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Yes, you read the title correctly “hangcliffers.” Over the last few years, many moms have shared with me things their sons and daughters have said to them, sometimes it’s a word or a phrase. Then other times it’s very creative ideas. If you’re like most moms, we are good to remember our to-do list for the day but years from now will we recall the unique words, phrases, or ideas when our kids were growing up? You may remember some, but not all.
From those conversations with other moms and my ever-growing lack of memory, I decided to grab a composition notebook (you know the cute ones you can pick up at TJMaxx or Marshall’s and started writing notes to my daughter). It’s not a journal. It’s more like a collection of letters to her in a notebook where I am sharing her gifts, talents, and special events. It is also a great memory book of sorts for her too.
What types of things do I include in my letters? Well, it definitely includes the hangcliffer. So, where does hangcliffer come from? It started out as a typical night where we were watching a tv series with our daughter and this episode was the last one for the season. It ended without really ending. You know, the ones where you are left not knowing what happened next. My daughter stood up and said with a very serious face and tone she said to us “that was a real hangcliffer.”
If your dyslexic kiddo is like most, they change around words or use another word that doesn’t always fit a situation. This is not a book of shame, it’s a notebook of celebrations. Things that make my kiddo unique and special to us. There are no rules to these letters or entries, it’s yours so make it what you want. Most importantly, have fun with it.
Let me share another example letter that I wrote to my daughter earlier this month.
Recently our daughter and her 5th-grade friends created a film company and we hosted the first meeting for the company at our house. It helps when your husband teaches film for a living, thanks Chris. We had movie games, food, and film pitches, they choose roles for the company and decided on the next steps for the film.
It was so amazing to watch how passionate these rising 6th graders were about producing their own films. Their ideas and the way they processed as a group were better than some of Chris’ high school and college students – we will just keep that one between us. I included this in one of the letters I wrote to her that week. Who knows one day when she is a famous movie producer she may come back to the notebook for inspiration.
Let’s talk benefits – our kids are growing up way too quickly (although the days seem long sometimes) I am still trying to believe we are heading to middle school.
And if I think about having 7 summers until college – well you know . . .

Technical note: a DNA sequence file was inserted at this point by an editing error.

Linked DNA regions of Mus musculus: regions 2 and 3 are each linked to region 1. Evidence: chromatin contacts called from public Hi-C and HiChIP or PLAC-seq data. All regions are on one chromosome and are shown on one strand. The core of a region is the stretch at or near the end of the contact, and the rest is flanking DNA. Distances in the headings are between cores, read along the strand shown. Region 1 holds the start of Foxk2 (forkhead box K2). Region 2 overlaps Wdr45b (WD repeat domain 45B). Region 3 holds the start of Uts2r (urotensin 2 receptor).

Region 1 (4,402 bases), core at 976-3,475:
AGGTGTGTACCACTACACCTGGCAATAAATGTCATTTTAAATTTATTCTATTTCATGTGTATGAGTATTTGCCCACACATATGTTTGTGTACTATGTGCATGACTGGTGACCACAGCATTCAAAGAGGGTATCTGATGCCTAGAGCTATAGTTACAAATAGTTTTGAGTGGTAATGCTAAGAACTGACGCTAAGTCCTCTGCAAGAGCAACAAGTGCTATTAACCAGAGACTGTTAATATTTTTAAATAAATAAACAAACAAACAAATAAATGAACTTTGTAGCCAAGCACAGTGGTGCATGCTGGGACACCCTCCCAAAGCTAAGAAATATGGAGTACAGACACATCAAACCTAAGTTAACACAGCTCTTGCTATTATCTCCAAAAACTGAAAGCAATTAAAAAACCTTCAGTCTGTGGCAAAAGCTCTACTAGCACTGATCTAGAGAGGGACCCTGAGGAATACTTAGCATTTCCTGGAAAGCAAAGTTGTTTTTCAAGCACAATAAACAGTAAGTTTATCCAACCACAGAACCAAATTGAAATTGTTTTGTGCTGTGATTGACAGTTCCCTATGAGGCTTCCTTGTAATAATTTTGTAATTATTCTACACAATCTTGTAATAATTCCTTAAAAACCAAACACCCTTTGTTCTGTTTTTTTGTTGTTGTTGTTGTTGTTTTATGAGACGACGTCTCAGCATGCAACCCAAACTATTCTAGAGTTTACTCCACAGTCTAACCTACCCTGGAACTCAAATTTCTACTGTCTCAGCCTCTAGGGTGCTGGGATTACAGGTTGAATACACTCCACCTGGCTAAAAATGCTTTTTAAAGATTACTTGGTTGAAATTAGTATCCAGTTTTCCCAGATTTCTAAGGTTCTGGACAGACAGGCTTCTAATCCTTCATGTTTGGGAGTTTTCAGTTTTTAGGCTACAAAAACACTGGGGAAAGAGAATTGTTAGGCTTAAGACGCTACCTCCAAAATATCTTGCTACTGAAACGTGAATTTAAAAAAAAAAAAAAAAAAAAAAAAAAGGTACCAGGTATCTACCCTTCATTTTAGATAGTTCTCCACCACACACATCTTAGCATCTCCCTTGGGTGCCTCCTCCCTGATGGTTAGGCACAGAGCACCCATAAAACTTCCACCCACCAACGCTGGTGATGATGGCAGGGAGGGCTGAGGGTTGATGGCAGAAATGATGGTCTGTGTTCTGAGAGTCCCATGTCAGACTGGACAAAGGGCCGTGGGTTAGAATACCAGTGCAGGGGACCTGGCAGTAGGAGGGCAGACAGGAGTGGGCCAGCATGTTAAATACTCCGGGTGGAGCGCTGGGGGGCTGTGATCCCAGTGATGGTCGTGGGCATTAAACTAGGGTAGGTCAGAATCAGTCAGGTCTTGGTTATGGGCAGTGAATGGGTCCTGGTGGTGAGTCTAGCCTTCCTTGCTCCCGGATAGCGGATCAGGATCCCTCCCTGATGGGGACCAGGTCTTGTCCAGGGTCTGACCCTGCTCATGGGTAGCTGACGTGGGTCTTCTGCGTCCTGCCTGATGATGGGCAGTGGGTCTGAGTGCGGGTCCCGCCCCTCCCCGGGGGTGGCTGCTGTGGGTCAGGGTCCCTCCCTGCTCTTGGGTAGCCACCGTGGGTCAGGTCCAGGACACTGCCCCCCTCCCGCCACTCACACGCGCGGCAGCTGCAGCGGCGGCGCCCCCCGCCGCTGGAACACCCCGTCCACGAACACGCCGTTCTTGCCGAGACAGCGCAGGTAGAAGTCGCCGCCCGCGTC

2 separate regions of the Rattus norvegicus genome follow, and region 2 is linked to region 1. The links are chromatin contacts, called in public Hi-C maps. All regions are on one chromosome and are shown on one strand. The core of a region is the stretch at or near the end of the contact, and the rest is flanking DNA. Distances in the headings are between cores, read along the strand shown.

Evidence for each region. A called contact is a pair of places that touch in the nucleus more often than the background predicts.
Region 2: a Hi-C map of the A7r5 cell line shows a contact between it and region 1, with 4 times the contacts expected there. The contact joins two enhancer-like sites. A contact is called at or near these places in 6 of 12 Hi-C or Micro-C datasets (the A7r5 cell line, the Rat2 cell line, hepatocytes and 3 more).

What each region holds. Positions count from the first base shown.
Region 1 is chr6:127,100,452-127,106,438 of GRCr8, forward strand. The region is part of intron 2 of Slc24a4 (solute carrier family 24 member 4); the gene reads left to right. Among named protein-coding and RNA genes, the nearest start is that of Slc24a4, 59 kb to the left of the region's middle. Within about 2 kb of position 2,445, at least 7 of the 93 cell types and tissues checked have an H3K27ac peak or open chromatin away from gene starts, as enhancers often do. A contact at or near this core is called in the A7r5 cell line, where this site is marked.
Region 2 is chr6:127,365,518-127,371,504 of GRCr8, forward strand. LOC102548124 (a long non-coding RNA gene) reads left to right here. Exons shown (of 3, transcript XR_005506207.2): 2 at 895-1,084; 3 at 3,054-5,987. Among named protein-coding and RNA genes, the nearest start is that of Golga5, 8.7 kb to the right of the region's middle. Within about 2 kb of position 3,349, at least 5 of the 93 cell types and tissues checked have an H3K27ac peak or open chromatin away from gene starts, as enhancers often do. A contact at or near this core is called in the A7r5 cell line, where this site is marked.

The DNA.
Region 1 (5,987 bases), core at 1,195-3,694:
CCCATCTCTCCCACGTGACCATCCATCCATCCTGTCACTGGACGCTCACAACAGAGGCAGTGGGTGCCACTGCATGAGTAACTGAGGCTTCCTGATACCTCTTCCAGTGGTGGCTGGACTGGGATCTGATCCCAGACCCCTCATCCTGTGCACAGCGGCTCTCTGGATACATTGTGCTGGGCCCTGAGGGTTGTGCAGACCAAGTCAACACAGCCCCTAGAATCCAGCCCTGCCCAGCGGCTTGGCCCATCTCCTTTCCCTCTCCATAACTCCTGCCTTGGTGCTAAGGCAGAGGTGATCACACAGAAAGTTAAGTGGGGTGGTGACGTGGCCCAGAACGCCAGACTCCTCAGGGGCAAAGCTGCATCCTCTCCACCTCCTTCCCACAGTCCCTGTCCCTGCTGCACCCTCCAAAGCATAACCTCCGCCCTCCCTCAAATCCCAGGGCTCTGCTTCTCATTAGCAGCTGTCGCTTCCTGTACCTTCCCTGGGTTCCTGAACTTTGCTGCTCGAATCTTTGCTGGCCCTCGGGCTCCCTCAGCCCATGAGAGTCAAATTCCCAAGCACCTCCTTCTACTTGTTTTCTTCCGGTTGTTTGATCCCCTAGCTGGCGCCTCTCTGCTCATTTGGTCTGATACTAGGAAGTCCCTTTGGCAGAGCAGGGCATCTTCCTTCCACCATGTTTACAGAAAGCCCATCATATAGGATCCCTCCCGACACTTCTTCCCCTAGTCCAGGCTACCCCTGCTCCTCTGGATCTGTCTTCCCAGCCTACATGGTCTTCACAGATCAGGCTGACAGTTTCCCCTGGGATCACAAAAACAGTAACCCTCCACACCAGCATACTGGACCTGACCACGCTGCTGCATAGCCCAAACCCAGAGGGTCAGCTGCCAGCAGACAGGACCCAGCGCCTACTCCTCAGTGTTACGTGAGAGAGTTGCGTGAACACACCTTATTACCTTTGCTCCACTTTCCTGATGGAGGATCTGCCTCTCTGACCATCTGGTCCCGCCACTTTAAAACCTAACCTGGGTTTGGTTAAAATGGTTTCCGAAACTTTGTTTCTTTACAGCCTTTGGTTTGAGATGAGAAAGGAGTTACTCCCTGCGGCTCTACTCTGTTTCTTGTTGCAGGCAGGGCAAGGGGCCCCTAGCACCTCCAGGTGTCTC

- It keeps you grounded and grateful in your parenting journey. I’m on the lookout daily for her amazing thoughts, sayings, and inspirations.
- Experiences recorded. I don’t write in my notebook every day or even every week. But, I do keep it on my work desk to remind me to be on the lookout for greatness – big and small. It could include how she taught her friends how to use Redstone on her Minecraft server or being selected for the Academy soccer team.
- When the days get hard, and they will, it’s just part of parenting, you can thumb through and read a few earlier entries in the notebook for a smile, laugh, and a good cry. I promise it’s worth it.
- Writing the letters is a fun part of my day that makes me laugh and reminds me how much she’s grown as a person.
If you are just starting your dyslexia journey, this is a great place to start.
If you have been around for a minute, what are you waiting for?
How To Get Started
- Write “buy a notebook” on your to-do list or jump on Amazon to order a notebook today!
- Keep the notebook on your desk or nightstand (somewhere you are daily)
- Start writing things down that your kiddo says, does, and shares with you
This is a great way to write down things you would want to share with your kiddo as an adult but you are afraid you won’t remember. I’m 100% sure you won’t remember all the details if you don’t write them down as they happen.
I’m heading to write down our girls’ day this week when a few friends came over to learn to sew pillows for our next watch party later this month. My mom helped teach my daughter and her two friends to measure and cut fabric and how to use the sewing machine. We enjoyed pizza, brownies, and laughs – – – along with some fabulous pillows. The girls did a great job. What a special memory with her grandmother and friends (in case you are wondering, I do not sew).
Don’t wait for your Facebook memories to pop up to remind you what happened last year, five years ago, or a week ago, write down your own memories that you can later share with your son or daughter. Who knows it may help them get through a tough day or days in the future.
Remember, You Got This. You are not alone. If you want to join other amazing moms raising children with dyslexia, join the Dyslexia Mom Life Podcast Community FB Group.
Happy writing, you got this! Enjoy writing letters to your kiddos.